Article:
Are AAA-PBP gains more than just a one off?
An exceptional poll result for the Anti Austerity Alliance – People Before Profit today could be dismissed as potentially a rogue poll, or once off bump in results. The party saw its share of the vote jump by 3% to leave them securing 9% of the first preference vote among very likely voters in todays poll.
The reality is though that AAA-PBP have been very good at taking big issues and garnering publicity around these focused “fights” for people rights. They were the first party to really vocalise the fight against water charges, and only after their success on this issue and the clear support from the public, did the likes of Sinn Fein and even Fianna Fail change their stance to also campaign more heavily on an anti-water charge platform.
Likewise in recent weeks the party has received a lot of media coverage over its support of a referendum to Repeal the 8th Amendment. While others have perhaps been seen to kick the issue down the street, the AAA-PBP have been clear in their unwavering support to Repeal the 8th Amendment, and certainly appear to have won over voters as a result. The thing the party has been really good at is making full gains among the public for their stand. In contrast, Sinn Fein and Labour have both also supported Repealing the 8th Amendment, but don’t appear to have made this count in the eyes of the electorate. In fact both parties appear to have lost support to some extent toward the AAA-PBP, Sinn Fein perhaps more directly than Labour. You can see now why Micheal Martin wants to restrict their speaking rights.
The AAA-PBP result today is significant in itself, but much more so when taken in context with the previous number of polls since the last election. This is not a one off gain for the party, but rather a continuation of an upward trend seen in those polls. In the General Election in February the party secured 4% of the first preference vote. In one of our first polls after the election in March they secured 5% and retained this over the summer months. In our last poll in September they secured 6% share, and then today they have secured 9% share. A very clear upward trend in support.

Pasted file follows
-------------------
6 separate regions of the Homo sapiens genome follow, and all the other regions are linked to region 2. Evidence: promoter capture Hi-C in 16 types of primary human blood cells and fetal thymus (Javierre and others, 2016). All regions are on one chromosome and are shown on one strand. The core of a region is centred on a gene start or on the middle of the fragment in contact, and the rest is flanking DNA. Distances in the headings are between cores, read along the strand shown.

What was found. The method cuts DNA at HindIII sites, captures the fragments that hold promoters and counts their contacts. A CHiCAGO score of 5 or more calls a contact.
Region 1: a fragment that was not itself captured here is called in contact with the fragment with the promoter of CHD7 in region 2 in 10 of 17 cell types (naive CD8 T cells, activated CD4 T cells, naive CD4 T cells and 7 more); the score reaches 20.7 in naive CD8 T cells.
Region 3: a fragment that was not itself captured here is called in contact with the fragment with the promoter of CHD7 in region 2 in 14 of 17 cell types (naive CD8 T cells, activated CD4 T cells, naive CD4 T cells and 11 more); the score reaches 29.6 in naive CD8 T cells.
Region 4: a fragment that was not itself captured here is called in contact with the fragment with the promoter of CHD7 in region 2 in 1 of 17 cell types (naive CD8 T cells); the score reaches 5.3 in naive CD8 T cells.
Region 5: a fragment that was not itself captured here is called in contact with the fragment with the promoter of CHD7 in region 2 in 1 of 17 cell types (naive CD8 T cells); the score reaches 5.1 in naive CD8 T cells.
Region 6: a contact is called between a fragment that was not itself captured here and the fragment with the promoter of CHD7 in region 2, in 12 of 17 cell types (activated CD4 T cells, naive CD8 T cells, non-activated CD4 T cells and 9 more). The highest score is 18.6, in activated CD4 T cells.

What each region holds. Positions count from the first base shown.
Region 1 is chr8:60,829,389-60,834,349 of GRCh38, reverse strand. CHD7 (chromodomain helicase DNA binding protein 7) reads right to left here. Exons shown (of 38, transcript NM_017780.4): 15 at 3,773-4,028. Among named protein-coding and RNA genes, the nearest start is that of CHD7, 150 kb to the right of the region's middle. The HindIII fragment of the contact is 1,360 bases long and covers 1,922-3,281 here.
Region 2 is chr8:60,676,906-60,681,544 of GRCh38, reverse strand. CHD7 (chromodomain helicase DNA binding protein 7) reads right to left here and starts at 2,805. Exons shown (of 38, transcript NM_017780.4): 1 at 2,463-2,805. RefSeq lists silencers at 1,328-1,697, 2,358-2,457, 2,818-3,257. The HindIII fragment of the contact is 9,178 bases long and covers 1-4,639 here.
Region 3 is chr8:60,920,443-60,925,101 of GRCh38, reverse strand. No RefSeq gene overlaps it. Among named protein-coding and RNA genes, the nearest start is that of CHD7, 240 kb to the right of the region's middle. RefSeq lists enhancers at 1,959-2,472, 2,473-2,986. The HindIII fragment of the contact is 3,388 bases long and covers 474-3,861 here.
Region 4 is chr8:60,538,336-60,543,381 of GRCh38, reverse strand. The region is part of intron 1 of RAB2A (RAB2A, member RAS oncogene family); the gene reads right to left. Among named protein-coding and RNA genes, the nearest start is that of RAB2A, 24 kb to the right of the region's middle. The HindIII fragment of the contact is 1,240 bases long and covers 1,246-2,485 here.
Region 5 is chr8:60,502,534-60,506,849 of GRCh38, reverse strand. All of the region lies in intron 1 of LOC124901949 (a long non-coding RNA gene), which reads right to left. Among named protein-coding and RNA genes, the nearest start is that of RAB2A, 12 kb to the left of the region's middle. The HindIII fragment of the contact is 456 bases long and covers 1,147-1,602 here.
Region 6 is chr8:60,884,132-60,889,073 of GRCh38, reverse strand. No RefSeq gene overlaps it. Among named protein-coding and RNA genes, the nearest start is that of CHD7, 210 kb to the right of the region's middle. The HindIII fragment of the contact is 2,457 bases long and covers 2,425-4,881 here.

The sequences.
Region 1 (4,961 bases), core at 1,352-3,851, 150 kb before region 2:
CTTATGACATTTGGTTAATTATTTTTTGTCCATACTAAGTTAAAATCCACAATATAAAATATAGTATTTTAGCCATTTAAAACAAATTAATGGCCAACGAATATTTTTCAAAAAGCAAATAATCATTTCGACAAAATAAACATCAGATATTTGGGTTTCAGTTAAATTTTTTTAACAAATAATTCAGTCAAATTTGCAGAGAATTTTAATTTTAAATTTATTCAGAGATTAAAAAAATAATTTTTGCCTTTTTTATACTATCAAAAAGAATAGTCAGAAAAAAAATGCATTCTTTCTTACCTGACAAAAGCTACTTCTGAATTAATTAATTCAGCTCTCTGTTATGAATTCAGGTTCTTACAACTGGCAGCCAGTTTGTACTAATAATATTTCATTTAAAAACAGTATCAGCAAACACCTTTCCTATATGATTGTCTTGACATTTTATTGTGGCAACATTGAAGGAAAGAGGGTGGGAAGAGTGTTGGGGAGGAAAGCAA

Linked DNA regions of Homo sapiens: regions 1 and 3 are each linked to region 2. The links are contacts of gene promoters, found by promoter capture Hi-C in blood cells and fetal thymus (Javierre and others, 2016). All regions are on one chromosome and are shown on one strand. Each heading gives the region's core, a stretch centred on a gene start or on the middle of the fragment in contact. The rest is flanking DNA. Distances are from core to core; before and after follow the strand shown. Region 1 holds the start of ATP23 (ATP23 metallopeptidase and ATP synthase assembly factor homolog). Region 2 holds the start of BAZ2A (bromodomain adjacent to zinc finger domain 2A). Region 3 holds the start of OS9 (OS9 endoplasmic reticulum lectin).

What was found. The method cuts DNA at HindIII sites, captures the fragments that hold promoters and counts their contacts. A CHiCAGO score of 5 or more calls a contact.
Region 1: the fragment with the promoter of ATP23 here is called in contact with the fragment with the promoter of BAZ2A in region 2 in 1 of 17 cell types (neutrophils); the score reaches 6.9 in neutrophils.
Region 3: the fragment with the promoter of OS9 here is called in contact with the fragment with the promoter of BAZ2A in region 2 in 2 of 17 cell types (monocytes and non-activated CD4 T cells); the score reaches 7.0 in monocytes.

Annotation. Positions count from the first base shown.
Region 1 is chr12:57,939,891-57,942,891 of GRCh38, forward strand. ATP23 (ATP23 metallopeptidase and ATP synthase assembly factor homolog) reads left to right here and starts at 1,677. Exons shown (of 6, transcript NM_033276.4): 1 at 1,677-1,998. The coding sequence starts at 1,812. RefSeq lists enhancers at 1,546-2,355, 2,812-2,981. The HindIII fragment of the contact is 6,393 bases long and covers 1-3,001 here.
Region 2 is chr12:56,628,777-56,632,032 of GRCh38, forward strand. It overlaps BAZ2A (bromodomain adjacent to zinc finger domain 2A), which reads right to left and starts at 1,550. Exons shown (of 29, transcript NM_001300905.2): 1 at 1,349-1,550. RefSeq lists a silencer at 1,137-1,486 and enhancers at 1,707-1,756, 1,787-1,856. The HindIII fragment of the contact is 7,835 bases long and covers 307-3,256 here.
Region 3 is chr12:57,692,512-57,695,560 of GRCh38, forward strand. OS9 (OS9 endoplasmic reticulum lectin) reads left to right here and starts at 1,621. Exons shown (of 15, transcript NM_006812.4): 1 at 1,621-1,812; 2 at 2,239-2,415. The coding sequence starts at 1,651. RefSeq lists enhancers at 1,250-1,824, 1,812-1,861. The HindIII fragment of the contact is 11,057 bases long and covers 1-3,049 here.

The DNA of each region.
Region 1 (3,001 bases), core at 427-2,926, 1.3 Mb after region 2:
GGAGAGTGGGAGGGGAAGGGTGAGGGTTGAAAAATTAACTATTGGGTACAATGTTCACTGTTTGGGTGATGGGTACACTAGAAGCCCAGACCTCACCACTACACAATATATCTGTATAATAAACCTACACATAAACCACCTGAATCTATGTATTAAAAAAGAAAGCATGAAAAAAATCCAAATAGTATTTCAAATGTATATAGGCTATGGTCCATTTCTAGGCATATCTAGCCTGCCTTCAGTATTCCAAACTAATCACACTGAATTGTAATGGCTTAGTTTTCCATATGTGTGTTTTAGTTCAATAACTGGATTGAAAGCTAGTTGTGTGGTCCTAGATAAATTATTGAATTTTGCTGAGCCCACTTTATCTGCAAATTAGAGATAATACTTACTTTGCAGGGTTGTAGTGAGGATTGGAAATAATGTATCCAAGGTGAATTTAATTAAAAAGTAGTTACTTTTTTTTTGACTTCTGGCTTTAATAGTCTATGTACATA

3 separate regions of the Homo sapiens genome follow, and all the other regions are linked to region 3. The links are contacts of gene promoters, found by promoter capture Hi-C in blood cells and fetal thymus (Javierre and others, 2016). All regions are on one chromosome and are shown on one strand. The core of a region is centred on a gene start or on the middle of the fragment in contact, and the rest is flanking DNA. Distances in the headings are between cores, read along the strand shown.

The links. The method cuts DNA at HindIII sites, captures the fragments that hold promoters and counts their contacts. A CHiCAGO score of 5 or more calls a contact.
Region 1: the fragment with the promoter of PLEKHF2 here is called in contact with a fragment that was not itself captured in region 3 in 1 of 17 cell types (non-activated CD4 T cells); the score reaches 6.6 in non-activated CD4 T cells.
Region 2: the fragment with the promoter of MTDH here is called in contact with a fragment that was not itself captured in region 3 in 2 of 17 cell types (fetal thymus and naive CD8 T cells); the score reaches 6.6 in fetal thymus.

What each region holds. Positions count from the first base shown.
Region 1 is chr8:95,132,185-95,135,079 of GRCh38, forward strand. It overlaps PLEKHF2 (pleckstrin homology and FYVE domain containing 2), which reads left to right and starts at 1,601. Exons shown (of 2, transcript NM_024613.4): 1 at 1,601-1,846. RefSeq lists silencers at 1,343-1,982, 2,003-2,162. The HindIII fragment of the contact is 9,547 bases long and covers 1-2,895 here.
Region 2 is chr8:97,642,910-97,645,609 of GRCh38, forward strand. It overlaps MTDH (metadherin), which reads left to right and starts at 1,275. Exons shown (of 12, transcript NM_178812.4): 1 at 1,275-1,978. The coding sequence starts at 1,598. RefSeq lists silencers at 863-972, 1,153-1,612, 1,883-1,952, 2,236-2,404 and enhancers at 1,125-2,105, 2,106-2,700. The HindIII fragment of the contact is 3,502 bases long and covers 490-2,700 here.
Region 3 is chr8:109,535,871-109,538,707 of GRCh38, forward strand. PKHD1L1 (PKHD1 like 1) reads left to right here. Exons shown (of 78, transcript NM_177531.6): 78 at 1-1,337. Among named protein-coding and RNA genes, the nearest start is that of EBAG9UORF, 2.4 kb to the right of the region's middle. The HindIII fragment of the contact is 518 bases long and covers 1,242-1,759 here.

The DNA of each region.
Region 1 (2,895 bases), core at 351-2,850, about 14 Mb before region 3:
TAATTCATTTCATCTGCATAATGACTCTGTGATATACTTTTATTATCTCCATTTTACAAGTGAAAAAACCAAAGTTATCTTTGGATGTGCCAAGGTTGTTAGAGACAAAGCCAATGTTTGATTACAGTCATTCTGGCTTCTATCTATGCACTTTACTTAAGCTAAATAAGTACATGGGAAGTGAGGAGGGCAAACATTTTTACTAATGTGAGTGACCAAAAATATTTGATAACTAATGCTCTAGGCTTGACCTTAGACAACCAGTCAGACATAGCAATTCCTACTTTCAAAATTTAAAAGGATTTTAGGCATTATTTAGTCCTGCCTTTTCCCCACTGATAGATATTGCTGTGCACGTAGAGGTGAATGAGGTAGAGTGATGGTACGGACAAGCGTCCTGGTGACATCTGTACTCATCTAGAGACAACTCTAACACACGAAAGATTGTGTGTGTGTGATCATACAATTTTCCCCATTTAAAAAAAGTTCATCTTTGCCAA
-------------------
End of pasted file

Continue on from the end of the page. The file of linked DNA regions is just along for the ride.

While it may perhaps be difficult to retain such a large increase in the future, continuing the overall upward trend is certainly possible, based on an analysis of support. To start with the parties support is not “flaky”, in terms of being among people less likely to vote; or highly “restricted” to certain groups. Their support is actually stronger among very likely voters, than it is among the electorate as a whole. Support for the party is stronger among somewhat younger voters, but not limited to very young voters. The party consistently reaches 11-13% among all those aged 18-55, and only falls off among older over 55 year old age groups. Neither is its support focused on the less privileged in society, with just as strong support among upmarket social groups.
Its support base is currently very focused in Dublin, with well over half of all supporters living in Dublin, but I would imagine the party would see that as an opportunity to extend their base nationwide, rather than a negative.
So are gains for AAA-PBP threatening the so called “Middle” that Pascal Donohoe was concerned about holding in his budget speech? At present it would appear not, with little change in support for the two largest parties. Fine Gael remains unchanged at 25% and Fianna Fail support is down 1% at 26%. However the broad church of supporters seen for the AAA-PBP today suggests that the party can appeal across the electorate and if they can continue to gain momentum, may have a few other parties watching over their shoulders.
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